I suppose it’s somehow appropriate that the film Groundhog Day was set in Pennsylvania, because it’s certainly starting to feel that way when it comes to new voter ID laws. After being passed and then set aside and then brought back, a (Democrat) judge from the Commonwealth Court has struck down the law once again with less than two months until the 2014 primary.

In a strongly worded decision, a state judge on Friday struck down Pennsylvania’s 2012 law requiring voters to produce a state-approved photo ID at the polls, setting up a potential Supreme Court confrontation that could have implications for other such laws across the country.

The judge, Bernard L. McGinley of Commonwealth Court, ruled that the law hampered the ability of hundreds of thousands of Pennsylvanians to cast their ballots, with the burden falling most heavily on elderly, disabled and low-income residents, and that the state’s reason for the law — that it was needed to combat voter fraud — was not supported by the facts.

Here’s the entire 103 page decision if you care to plow through the whole thing. I’m not investing that kind of time at the moment, but some other people have already done it. There’s a fairly good analysis by Rick Hasen at Election Law Blog which explains that the people celebrating this decision might be a bit premature.

Despite the victory, there are some things in here that will be troubling for voter id opponents (and heartening for their supporters). The judge said that Pa’s equal protection clause is read as equivalent to the U.S. Constitution’s equal protection clause, and the Court found there was no equal protection violation by the law. The judge specifically found, in footnote 33 (p. 48), that the law was NOT motivated by an attempt to disenfranchise minorities or Democratic voters—the judge said he found this notwithstanding the comments of House Majority Leader Mike Turzai. From my quick look at the statement of facts, I did not see more of the basis for the judge’s opinion on this point, but it undercuts one of the main motivation arguments of opponents.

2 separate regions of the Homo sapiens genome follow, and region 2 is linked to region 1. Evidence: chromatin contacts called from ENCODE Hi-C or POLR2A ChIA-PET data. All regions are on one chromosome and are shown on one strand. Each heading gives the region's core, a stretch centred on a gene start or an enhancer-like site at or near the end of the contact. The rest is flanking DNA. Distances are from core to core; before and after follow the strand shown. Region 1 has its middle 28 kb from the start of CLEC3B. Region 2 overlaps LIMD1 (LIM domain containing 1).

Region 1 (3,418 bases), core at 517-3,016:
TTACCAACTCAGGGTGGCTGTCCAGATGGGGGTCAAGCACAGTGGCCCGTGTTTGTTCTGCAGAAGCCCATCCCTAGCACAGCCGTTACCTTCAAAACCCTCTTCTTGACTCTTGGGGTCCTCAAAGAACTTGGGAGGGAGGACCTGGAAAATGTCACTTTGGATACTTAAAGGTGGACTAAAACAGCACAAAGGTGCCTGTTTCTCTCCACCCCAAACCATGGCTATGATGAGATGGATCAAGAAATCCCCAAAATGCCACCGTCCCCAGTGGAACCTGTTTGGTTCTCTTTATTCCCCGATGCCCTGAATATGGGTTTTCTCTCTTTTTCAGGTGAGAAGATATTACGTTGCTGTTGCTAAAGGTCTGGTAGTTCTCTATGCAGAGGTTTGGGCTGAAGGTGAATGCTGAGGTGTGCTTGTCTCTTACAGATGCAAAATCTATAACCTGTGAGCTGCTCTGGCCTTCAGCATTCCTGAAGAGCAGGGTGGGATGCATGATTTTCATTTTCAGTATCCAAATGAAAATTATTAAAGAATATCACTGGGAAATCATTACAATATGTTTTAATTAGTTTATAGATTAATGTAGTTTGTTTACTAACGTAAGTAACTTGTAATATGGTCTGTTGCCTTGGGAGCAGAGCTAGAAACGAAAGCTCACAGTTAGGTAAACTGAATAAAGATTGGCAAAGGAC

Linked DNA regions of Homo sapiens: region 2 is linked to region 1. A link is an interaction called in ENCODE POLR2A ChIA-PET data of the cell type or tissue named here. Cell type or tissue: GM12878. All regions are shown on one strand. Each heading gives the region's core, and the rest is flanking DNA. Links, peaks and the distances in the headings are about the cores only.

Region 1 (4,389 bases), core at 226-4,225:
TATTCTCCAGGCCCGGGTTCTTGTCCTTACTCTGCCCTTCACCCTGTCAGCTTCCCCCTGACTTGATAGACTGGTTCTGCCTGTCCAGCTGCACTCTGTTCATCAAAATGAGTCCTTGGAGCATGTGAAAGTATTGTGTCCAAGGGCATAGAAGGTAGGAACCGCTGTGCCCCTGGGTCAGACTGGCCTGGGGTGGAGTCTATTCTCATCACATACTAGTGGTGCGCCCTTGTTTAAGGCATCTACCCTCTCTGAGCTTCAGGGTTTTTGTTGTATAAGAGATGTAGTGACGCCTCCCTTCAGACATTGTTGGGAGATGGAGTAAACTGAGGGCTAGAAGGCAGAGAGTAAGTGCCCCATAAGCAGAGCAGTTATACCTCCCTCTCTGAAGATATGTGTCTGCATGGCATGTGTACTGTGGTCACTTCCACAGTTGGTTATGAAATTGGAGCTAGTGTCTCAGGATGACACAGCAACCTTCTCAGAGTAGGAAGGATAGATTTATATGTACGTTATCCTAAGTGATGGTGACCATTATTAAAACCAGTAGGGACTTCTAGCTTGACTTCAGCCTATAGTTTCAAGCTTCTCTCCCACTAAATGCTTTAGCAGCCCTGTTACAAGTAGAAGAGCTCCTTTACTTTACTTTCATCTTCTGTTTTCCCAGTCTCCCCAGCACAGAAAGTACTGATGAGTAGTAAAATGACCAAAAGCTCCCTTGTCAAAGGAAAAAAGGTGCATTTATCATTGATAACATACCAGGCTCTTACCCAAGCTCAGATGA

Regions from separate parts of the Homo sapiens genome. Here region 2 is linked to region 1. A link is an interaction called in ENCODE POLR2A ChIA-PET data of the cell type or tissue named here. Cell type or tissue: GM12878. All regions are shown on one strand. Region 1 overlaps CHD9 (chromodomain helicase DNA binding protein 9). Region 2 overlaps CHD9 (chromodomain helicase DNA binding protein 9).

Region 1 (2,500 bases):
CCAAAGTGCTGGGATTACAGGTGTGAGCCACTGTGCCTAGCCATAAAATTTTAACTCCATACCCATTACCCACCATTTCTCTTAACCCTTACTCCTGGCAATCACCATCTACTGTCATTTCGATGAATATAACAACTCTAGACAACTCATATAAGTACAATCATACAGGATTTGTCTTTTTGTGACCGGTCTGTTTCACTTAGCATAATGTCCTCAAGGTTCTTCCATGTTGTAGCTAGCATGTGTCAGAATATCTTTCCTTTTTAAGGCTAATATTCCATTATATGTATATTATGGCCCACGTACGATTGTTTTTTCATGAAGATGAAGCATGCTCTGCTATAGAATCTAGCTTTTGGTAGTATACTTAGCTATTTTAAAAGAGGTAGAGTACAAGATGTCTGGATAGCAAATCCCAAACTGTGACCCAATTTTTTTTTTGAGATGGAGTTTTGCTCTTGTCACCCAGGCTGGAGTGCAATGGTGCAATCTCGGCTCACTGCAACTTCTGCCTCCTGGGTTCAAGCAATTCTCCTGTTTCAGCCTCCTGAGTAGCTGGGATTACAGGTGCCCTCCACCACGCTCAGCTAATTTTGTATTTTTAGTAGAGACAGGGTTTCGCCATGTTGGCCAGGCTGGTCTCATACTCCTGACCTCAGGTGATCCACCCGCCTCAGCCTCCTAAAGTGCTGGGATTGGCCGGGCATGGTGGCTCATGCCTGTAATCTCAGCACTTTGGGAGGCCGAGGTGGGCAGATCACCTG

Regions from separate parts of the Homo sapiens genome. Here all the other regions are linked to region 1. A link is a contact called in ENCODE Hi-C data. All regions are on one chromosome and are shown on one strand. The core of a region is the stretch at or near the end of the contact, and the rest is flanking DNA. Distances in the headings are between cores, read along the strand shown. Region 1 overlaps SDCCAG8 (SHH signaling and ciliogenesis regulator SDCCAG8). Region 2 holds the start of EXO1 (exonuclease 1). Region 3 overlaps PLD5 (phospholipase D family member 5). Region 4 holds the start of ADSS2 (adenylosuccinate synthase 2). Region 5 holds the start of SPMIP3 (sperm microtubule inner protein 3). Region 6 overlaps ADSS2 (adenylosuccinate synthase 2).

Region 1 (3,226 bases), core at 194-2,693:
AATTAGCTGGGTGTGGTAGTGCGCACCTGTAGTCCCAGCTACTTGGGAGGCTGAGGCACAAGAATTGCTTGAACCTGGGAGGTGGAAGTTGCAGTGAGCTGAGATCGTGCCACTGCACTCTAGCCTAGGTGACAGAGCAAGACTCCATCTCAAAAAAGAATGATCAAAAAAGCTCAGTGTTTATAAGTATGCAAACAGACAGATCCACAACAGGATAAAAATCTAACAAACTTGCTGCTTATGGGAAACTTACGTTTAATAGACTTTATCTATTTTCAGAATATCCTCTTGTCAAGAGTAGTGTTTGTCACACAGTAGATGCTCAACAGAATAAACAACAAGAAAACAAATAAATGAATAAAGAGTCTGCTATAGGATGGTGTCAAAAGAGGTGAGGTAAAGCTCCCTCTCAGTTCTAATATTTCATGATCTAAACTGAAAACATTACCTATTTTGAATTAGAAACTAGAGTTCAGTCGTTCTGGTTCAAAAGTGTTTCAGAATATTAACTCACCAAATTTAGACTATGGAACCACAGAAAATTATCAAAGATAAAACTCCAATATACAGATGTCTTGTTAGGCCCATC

Hasen goes on to point out that the next stop for this case is the PA Supreme Court which may not uphold Judge McGinley’s decision. Their original finding in setting aside the law was more a question of timing and fine tuning the legislation (which couldn’t be done in time for the 2012 election) while not declaring the basic premise of the law to be unconstitutional. By contrast, the judge seemed to continue to focus a major part of his objections on the red herring of we don’t have records of much voter fraud, so you can’t pass a law to prevent it. I wrote about this subject in excruciatingly long detail back in 2012, and I’ve yet to year any argument which invalidates my misgivings about this theory. The short version of it goes something like this:

The fact that you have no examples of a thing nobody is looking for does not constitute proof that said thing does not exist.

If the ruling held up in the state supreme court I’m sure a lot of folks would like to see it go to the SCOTUS, but I’m not sure how that story ends either. The court still seems to have a track record of trying to duck out of the really tough, controversial issues, and this one might prove no exception. It’s entirely possible that they could conclude that the individual states have the right to set their own election laws, providing they meet a few minimum standards, and take a pass on issuing any sort of sweeping ruling for the entire nation. But even if that’s the case – as we’ve already seen in Pennsylvania – most courts will probably be willing to entertain the concept as not being flatly unconstitutional.